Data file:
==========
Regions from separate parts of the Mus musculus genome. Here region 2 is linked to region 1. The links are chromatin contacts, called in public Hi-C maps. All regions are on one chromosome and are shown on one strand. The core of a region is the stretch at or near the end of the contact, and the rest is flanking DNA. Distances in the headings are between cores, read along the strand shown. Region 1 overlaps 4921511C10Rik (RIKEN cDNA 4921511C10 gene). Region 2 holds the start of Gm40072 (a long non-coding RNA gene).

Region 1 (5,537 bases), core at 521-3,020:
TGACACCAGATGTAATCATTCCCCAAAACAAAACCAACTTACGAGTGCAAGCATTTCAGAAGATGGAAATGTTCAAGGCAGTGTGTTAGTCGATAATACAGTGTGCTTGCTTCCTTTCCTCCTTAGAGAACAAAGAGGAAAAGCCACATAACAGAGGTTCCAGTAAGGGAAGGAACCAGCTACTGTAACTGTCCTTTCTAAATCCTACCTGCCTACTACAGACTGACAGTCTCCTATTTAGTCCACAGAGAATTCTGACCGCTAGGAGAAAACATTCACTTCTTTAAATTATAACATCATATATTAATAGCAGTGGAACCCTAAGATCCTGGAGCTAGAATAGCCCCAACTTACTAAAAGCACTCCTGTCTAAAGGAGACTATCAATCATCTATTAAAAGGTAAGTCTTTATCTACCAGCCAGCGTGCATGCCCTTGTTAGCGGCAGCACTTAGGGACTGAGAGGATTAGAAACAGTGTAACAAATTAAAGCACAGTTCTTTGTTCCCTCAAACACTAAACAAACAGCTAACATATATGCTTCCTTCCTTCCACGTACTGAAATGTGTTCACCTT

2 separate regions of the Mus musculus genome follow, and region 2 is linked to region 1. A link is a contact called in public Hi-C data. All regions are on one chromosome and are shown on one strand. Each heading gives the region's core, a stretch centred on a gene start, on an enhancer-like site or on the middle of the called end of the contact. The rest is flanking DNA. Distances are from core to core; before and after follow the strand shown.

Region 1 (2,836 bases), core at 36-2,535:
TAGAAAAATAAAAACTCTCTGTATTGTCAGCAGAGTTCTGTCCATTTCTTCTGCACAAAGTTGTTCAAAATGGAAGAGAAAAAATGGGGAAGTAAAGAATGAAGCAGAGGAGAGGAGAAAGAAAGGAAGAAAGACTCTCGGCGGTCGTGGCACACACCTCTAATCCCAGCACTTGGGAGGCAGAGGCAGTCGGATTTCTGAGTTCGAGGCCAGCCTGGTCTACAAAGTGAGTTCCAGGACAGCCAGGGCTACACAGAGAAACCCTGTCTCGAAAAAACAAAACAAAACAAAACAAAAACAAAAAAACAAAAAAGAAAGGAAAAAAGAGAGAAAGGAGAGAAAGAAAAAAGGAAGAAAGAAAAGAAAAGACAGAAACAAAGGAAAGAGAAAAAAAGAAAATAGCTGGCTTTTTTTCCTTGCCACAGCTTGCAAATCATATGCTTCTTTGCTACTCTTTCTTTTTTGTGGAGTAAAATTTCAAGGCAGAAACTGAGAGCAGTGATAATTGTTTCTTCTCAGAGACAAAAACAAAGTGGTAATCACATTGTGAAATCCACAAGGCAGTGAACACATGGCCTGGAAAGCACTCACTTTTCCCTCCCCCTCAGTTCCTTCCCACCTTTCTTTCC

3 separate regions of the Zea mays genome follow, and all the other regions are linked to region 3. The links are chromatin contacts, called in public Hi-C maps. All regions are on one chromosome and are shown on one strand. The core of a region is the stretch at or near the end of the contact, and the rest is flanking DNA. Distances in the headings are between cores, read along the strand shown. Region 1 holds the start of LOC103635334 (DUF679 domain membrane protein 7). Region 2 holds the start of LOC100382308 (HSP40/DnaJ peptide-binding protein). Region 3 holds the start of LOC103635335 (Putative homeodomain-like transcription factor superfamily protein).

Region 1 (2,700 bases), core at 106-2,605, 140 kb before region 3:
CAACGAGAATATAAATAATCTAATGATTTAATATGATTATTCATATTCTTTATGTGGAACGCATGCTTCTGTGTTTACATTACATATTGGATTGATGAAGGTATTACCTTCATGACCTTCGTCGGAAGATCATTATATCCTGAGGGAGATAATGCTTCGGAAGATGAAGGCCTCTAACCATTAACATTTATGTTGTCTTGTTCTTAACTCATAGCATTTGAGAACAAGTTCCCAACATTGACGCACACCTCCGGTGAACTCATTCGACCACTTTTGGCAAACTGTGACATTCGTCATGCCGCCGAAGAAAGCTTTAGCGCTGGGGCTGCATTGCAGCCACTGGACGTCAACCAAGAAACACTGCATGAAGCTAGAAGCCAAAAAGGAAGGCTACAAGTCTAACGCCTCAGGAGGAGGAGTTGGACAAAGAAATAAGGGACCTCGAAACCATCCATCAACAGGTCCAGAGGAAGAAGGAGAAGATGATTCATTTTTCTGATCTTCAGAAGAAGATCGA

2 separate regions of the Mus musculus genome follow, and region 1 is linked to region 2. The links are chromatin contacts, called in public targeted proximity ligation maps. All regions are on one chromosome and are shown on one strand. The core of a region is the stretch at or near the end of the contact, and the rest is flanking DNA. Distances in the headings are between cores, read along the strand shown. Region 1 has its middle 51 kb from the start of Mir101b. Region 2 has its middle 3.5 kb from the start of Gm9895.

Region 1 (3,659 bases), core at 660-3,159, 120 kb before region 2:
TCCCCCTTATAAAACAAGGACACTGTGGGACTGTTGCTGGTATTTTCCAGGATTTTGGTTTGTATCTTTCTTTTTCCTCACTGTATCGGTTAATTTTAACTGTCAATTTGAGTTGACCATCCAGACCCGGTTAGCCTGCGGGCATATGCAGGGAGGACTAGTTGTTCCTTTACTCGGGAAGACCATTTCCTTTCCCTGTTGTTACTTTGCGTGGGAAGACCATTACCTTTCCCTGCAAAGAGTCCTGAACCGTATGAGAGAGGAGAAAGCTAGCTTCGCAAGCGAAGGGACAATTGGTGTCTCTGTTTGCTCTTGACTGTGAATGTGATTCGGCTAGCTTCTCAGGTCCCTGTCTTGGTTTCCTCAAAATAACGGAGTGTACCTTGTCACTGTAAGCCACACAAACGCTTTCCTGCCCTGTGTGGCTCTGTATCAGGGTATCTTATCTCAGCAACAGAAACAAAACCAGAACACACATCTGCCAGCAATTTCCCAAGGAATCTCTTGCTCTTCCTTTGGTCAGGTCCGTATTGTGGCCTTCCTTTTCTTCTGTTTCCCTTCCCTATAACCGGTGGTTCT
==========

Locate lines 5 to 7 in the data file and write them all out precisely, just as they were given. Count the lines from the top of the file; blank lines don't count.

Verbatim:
Region 1 (2,836 bases), core at 36-2,535:
TAGAAAAATAAAAACTCTCTGTATTGTCAGCAGAGTTCTGTCCATTTCTTCTGCACAAAGTTGTTCAAAATGGAAGAGAAAAAATGGGGAAGTAAAGAATGAAGCAGAGGAGAGGAGAAAGAAAGGAAGAAAGACTCTCGGCGGTCGTGGCACACACCTCTAATCCCAGCACTTGGGAGGCAGAGGCAGTCGGATTTCTGAGTTCGAGGCCAGCCTGGTCTACAAAGTGAGTTCCAGGACAGCCAGGGCTACACAGAGAAACCCTGTCTCGAAAAAACAAAACAAAACAAAACAAAAACAAAAAAACAAAAAAGAAAGGAAAAAAGAGAGAAAGGAGAGAAAGAAAAAAGGAAGAAAGAAAAGAAAAGACAGAAACAAAGGAAAGAGAAAAAAAGAAAATAGCTGGCTTTTTTTCCTTGCCACAGCTTGCAAATCATATGCTTCTTTGCTACTCTTTCTTTTTTGTGGAGTAAAATTTCAAGGCAGAAACTGAGAGCAGTGATAATTGTTTCTTCTCAGAGACAAAAACAAAGTGGTAATCACATTGTGAAATCCACAAGGCAGTGAACACATGGCCTGGAAAGCACTCACTTTTCCCTCCCCCTCAGTTCCTTCCCACCTTTCTTTCC

3 separate regions of the Zea mays genome follow, and all the other regions are linked to region 3. The links are chromatin contacts, called in public Hi-C maps. All regions are on one chromosome and are shown on one strand. The core of a region is the stretch at or near the end of the contact, and the rest is flanking DNA. Distances in the headings are between cores, read along the strand shown. Region 1 holds the start of LOC103635334 (DUF679 domain membrane protein 7). Region 2 holds the start of LOC100382308 (HSP40/DnaJ peptide-binding protein). Region 3 holds the start of LOC103635335 (Putative homeodomain-like transcription factor superfamily protein).